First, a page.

WASHINGTON (Reuters) - Democrats and other Trump administration critics on Saturday attacked the firing of No. 2 FBI official Andrew McCabe as a politically motivated and vindictive move, while some Republicans praised U.S. Attorney General Jeff Sessions for decisive action.
Sessions fired McCabe late on Friday, just two days before the FBI official would have been eligible to retire with a full pension, saying an internal Justice Department watchdog found he leaked information and misled investigators.
McCabe, who played a key role in the FBI probes of Hillary Clinton and Russian interference in the 2016 U.S. election, said he believed he was fired for corroborating former FBI Director James Comey’s claim that President Donald Trump had tried to pressure Comey into killing the Russian investigation.
Trump described McCabe’s firing as a “great day” in a post on Twitter on Friday, prompting a scathing response from John Brennan, a former head of the Central Intelligence Agency during the Obama administration.
“When the full extent of your venality, moral turpitude, and political corruption becomes known, you will take your rightful place as a disgraced demagogue in the dustbin of history,” Brennan wrote on Saturday.
Senator Ben Cardin, the top Democrat on the Senate Foreign Relations Committee, said on MSNBC that McCabe’s dismissal was “very vindictive.”
“It also is a reflection on the administration’s disdain for the FBI itself. I just think this is outrageous. The Department of Justice, the FBI, should be independent and this type of political behavior should be unacceptable,” Cardin said.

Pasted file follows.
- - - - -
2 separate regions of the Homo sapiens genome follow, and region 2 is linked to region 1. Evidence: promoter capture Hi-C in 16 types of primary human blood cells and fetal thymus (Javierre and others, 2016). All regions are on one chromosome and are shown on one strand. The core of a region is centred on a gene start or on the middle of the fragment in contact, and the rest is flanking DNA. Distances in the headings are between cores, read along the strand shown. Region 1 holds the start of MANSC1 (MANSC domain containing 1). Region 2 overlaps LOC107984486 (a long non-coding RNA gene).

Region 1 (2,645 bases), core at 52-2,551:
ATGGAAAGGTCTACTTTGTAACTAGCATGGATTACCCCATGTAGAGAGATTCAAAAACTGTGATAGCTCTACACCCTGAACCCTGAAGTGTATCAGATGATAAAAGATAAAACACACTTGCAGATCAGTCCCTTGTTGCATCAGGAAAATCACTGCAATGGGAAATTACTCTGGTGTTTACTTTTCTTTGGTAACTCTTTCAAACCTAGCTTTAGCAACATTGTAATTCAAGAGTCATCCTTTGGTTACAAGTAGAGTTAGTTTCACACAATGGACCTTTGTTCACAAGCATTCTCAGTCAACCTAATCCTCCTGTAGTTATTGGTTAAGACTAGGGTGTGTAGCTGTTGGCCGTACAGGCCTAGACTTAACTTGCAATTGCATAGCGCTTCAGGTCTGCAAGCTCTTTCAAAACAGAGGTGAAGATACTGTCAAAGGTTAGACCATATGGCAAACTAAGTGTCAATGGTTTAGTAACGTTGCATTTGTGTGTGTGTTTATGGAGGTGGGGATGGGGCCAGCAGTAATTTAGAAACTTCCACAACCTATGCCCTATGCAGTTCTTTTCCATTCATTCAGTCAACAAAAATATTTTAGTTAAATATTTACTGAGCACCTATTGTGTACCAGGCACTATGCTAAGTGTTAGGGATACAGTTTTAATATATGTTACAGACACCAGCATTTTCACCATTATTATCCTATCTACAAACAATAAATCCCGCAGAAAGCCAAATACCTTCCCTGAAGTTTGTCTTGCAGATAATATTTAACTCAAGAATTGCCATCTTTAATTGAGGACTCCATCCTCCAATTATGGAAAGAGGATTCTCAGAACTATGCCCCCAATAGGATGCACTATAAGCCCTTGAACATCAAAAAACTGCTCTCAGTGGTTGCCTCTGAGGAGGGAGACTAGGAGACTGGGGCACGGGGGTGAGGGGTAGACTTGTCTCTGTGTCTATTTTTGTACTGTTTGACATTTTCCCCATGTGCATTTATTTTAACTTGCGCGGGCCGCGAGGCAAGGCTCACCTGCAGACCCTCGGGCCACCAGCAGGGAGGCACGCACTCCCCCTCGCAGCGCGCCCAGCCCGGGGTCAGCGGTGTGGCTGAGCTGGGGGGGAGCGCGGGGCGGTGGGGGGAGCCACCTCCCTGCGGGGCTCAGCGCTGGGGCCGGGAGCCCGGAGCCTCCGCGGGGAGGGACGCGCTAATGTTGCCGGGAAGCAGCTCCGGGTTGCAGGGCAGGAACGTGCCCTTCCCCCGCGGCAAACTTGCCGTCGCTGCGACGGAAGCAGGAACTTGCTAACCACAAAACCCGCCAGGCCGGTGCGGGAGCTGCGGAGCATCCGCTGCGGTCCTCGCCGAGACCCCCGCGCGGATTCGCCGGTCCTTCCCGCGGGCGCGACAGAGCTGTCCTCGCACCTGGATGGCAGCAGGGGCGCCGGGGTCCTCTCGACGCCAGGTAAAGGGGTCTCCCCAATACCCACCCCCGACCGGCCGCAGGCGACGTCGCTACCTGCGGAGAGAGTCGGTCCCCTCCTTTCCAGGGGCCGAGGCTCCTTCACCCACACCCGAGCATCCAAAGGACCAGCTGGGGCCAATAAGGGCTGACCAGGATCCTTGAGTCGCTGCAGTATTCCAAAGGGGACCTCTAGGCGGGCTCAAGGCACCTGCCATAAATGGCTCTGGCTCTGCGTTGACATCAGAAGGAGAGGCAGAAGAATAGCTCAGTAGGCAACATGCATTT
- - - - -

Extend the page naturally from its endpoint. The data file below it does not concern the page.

Democratic Senator Kamala Harris, who serves on the judiciary and intelligence committees, called on Sessions to testify before Congress to determine whether McCabe’s firing was a retaliation against those investigating Russian election interference and Moscow’s alleged ties to Trump’s campaign.
Republican Representative Bob Goodlatte, who heads the U.S. House of Representatives Judiciary Committee, said in a statement on Saturday that McCabe’s actions had “tarnished” the FBI’s reputation.
“I applaud Attorney General Jeff Sessions for taking action and firing former FBI Deputy Director Andrew McCabe prior to his scheduled retirement,” Goodlatte said.
Comey has testified that he believes his own firing by Trump in May was a move to undermine the FBI’s investigation of possible collusion between the Russians and Trump campaign officials. Trump has denied such ties.
After Comey’s ouster, Trump said in a televised interview that he fired him over “this Russia thing.”
Deputy Attorney General Rod Rosenstein tapped Special Counsel Robert Mueller to lead the Russia probe after Sessions recused himself from the investigation due to his role in Trump’s campaign.
Trump’s personal lawyer, John Dowd, said in a statement on Saturday that Rosenstein should follow the “brilliant and courageous example” set by Sessions’ firing of McCabe, urging him to “bring an end to alleged Russia Collusion investigation manufactured by McCabe’s boss James Comey.”
Additional reporting by Karen Freifeld, Daniel Wallis and David Brunnstrom; Editing by Paul Simao